From: Berhane Habtemariam (Berhane.Habtemariam@gmx.de)
Date: Tue Jan 13 2009 - 09:19:16 EST
'Sudan could get worse than Somalia': Turabi
Jan 13, 10:41 am ET
nflictdarfurwarcrimes_newsmlmmd> 'Sudan could get worse than Somalia':
TurabiAFP/File - Sudanese Islamist opposition leader Hassan al-Turabi speaks
during a press conference in Khartoum, 2008. .
KHARTOUM (AFP) - Sudan's most iconic opposition leader who has inspired
Islamist movements across the world on Monday warned the country was at risk
of becoming worse than Somalia should central authority break down.
Hassan Turabi was speaking during an interview with reporters in Khartoum
that concentrated on the possible fallout if, as expected, the International
Criminal Court (ICC) issues an arrest warrant for President Omar al-Beshir.
When asked about a "worst case scenario" for Sudan, the frequently jailed
opposition leader evoked Somalia, which has been engulfed in civil war since
1991 and where no central government is strong enough to impose its
"This is worse than Somalia, if we lose any order of authority in the
constitution. We are not one people like the Somalis or one religion or one
language. We are a diversity of peoples," Turabi said.
Beshir rules over a fragile power-sharing government between former warring
parties north and south, which ended decades of devastating civil war in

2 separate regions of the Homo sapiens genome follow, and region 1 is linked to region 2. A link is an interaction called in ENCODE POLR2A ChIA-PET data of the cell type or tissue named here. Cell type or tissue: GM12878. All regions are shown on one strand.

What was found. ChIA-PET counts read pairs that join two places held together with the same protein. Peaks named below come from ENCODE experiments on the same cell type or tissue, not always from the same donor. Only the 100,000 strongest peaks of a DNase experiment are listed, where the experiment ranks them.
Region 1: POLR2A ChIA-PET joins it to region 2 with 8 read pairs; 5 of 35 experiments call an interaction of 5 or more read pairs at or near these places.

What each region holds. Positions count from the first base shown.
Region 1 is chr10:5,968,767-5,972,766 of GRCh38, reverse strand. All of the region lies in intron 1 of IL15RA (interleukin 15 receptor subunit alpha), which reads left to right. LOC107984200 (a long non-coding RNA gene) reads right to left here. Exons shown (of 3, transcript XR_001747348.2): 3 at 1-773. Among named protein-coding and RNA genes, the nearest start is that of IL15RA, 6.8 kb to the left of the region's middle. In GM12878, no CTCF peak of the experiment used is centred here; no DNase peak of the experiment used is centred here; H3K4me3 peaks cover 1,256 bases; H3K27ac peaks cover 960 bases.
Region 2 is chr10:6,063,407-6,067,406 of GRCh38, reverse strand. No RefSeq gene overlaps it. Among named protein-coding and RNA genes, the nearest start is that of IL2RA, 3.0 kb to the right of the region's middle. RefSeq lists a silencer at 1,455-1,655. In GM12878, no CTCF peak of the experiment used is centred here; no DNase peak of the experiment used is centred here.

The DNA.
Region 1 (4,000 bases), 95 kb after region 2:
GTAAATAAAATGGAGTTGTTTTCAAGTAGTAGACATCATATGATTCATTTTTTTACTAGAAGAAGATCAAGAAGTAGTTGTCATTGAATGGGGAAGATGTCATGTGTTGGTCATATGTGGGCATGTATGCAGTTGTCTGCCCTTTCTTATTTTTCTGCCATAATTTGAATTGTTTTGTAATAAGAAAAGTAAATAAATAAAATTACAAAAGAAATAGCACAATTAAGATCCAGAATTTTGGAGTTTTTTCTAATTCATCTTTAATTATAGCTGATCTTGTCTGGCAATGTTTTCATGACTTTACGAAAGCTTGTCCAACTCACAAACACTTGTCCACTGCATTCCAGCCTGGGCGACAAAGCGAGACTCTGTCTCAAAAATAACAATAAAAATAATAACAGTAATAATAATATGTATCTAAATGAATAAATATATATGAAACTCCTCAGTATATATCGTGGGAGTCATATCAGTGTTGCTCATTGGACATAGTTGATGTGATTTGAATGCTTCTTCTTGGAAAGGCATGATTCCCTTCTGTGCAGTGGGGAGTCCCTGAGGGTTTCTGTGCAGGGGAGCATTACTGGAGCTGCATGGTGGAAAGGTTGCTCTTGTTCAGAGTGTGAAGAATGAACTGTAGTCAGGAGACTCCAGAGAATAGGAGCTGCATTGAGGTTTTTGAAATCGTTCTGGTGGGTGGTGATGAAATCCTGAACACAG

2005 although regional conflict continues to blight the biggest country in
Fighting in the country's western region of Darfur, where the ICC prosecutor
wants Beshir arrested on 10 counts of genocide, war crimes and crimes
against humanity, is poised to enter a seventh year.
Turabi, a brainchild behind the Islamist-inspired bloodless 1989 coup that
swept Beshir to power but now his bitter nemesis, said the president should
hand himself over to save the country from possible UN sanctions.
"Politically we think he is culpable... He should assume responsibility for
whatever is happening in Darfur, displacement, burning all the villages,
rapes, I mean systematic rapes, continuously, I mean on a wide scale and the
"Six million of the Sudanese are now paralysed, no agriculture, no animal
farming or rearing. He is responsible and we condemn him," said Turabi
referring to the estimated population of Darfur.
"He should go there and defend himself... We are against the system of
justice in Sudan... but politically he's guilty. No doubt about it.
Turabi speculated that "pressure from outside" on the government could
encourage resistance movements, alluding to but not naming Darfur's Justice
and Equality Movement that attacked the capital last May.
Turabi, one of the current regime's fiercest critics and regarded as a
driving force behind the introduction of Islamic Sharia law in Sudan that in
turn sparked rebellion in the south, was briefly detained after the JEM
"They (resistance movements) might then do something... They say the whole
country should be reorganised... that's why they attacked the capital."
"They may do something and then this will carry the others and then the
south, they are mostly for the court because they get all the assistance
from outside... They cannot go and stand up against international
"That would disturb the Sudan very much. If we lose authority, or
disturbance of the existence of any authority, dictatorship or at all, then
Sudan will be in a worse mess than Somalia, unfortunately," he warned.
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